Books by David Rakoff
NPR stories about David Rakoff
NPR staff and critics selected more than 200 standout titles. Now it's up to you: Choose your own adventure! Use our tags to search through books and find the perfect read for yourself or someone else.
While Dr. Seuss, David Rakoff was not, the author, it's clear, cared a whole awful lot. This book — his last — is a rhymed, pensive story: A triumph, says Heller McAlpin, in all its sly glory.
Read an exclusive excerpt of David Rakoff's last novel, Love, Dishonor, Marry, Die, Cherish, Perish, a set of humane, witty interlocking vignettes in verse that illustrate the scope of the 20th century, from 1920s Chicago meatpackers to dissatisfied 1980s yuppies.
Critic Alan Cheuse believes that summer — with its long, hot, drowsy days — may be the best season for reading poetry. His recommendations include works by Poets Laureate Robert Pinsky and W.S. Merwin, and a novel in verse by the late essayist David Rakoff.
Author Sloane Crosley is moving apartments — and, just as importantly, her library. Some books will come with her; others won't. But when she can't find the sheets or shampoo, these are the titles she'll want easy access to.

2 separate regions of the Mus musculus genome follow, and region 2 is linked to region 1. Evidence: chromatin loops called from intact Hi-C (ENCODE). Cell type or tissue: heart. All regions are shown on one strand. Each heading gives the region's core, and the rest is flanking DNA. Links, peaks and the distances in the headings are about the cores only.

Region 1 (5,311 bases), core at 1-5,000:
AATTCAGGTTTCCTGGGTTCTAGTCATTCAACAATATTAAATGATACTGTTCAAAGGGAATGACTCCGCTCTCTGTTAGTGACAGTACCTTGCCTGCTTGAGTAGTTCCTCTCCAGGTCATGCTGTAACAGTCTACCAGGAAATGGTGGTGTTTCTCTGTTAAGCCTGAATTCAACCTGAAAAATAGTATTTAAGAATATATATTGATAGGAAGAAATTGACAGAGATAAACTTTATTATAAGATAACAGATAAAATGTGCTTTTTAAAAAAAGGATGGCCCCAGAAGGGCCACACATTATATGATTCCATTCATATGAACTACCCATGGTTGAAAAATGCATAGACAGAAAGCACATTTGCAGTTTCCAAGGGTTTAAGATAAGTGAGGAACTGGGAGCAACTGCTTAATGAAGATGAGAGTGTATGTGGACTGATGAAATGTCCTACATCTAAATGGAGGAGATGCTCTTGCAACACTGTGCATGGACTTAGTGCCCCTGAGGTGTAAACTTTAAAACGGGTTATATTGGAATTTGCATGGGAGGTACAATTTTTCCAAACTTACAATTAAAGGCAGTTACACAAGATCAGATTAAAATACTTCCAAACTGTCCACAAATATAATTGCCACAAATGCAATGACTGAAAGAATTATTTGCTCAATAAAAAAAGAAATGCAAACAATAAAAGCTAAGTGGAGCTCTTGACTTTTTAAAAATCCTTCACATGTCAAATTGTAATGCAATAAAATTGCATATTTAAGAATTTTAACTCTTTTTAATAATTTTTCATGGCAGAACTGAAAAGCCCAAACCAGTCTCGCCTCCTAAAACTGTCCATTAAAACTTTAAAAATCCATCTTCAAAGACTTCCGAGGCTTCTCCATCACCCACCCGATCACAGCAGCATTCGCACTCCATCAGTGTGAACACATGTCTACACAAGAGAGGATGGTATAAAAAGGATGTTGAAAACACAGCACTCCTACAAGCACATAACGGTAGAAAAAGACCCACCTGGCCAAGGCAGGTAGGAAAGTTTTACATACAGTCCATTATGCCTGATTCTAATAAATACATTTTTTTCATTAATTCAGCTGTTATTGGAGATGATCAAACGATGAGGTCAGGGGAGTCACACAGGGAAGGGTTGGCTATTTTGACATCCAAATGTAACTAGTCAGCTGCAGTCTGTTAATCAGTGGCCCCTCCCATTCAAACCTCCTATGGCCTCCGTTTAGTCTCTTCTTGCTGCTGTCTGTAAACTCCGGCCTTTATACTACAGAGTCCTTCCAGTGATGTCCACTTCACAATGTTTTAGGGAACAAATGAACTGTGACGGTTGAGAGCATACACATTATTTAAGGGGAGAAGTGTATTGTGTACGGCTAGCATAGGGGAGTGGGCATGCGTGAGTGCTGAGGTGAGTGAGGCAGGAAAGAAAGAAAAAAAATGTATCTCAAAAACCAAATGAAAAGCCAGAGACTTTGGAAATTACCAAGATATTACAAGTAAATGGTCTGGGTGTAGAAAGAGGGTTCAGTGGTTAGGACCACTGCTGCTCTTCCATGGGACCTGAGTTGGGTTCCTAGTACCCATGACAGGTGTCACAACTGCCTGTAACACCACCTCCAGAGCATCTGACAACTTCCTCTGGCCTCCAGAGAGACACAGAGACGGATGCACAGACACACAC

Writer David Rakoff, who has died at the age of 47, left both writing and audio appearances on shows like This American Life that illustrate a worldview that was dark, but deeply human.
Writer David Rakoff's received the 2011 Thurber Prize for American Humor for his essay collection Half Empty. In the book, Rakoff explains the powers of pessimistic thought as he analyzes topics such as a pornography trade fair, his neurotic childhood and his recent cancer diagnosis.
Writer David Rakoff's glass is never half full. In Half Empty, his latest essay collection, Rakoff explains the powers of pessimistic thought as he analyzes topics such as a pornography trade fair, his neurotic childhood and his recent cancer diagnosis.
Rakoff doesn't often look on the bright side, and in his latest collection of essays, he explains why you shouldn't either. Thoroughly depressing subjects addressed in Half Empty include cancer, AIDS and Sept. 11.
Madeleine Brand speaks with writer and humorist David Rakoff, author of the new book Don't Get Too Comfortable: The Indignities of Coach Class, The Torments of Low Thread Count, The Never-Ending Quest for Artisanal Olive Oil, and Other First World Problems. The book delves into the hypocritical aspects of American life and the luxuries many of us take for granted.
Writer David Rakoff has a new collection of essays, Now, Don't Get Too Comfortable: The Indignities of Coach Class, the Torments of Low Thread Count, the Never-ending Quest for Artisanal Olive Oil, and Other First World Problems. Rakoff is a regular contributor to public radio's This American Life.